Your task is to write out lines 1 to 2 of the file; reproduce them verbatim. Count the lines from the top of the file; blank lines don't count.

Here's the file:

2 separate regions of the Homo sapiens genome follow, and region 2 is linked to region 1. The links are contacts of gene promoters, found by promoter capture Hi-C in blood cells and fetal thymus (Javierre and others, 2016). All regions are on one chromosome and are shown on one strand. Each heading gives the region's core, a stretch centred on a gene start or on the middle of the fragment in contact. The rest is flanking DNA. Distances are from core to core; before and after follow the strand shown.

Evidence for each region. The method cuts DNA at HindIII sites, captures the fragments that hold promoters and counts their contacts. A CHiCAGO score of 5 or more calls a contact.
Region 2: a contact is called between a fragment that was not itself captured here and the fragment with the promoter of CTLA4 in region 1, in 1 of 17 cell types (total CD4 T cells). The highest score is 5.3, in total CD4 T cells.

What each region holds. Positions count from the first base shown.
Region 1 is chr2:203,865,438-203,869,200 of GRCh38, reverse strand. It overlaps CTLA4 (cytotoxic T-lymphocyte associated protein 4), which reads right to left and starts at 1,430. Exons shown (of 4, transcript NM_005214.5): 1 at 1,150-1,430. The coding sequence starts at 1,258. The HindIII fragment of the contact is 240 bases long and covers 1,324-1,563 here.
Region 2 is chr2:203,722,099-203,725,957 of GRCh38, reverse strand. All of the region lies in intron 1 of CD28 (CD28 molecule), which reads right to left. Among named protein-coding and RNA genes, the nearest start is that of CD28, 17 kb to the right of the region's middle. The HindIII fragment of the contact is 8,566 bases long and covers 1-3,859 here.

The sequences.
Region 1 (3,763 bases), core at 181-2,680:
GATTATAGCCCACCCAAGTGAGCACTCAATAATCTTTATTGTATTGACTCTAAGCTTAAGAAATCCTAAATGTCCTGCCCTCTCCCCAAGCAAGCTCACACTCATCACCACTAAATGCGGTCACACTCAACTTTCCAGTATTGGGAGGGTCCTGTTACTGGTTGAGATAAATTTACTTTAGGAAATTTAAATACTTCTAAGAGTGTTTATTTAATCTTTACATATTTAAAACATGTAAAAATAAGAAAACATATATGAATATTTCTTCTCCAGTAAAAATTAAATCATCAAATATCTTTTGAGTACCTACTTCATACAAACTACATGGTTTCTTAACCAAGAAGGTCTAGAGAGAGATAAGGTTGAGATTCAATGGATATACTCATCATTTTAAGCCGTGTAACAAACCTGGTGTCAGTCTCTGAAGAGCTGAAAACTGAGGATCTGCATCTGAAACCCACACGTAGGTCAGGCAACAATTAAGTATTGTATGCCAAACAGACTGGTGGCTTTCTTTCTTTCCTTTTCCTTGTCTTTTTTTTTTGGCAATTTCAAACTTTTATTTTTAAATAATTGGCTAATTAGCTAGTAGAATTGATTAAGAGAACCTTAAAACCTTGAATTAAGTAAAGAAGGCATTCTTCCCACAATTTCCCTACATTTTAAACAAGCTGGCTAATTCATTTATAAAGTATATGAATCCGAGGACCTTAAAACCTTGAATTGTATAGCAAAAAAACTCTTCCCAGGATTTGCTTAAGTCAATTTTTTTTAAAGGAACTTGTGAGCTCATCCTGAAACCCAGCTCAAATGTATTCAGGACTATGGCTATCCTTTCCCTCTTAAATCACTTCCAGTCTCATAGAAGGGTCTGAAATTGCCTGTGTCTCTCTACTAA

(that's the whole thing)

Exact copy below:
2 separate regions of the Homo sapiens genome follow, and region 2 is linked to region 1. The links are contacts of gene promoters, found by promoter capture Hi-C in blood cells and fetal thymus (Javierre and others, 2016). All regions are on one chromosome and are shown on one strand. Each heading gives the region's core, a stretch centred on a gene start or on the middle of the fragment in contact. The rest is flanking DNA. Distances are from core to core; before and after follow the strand shown.

Evidence for each region. The method cuts DNA at HindIII sites, captures the fragments that hold promoters and counts their contacts. A CHiCAGO score of 5 or more calls a contact.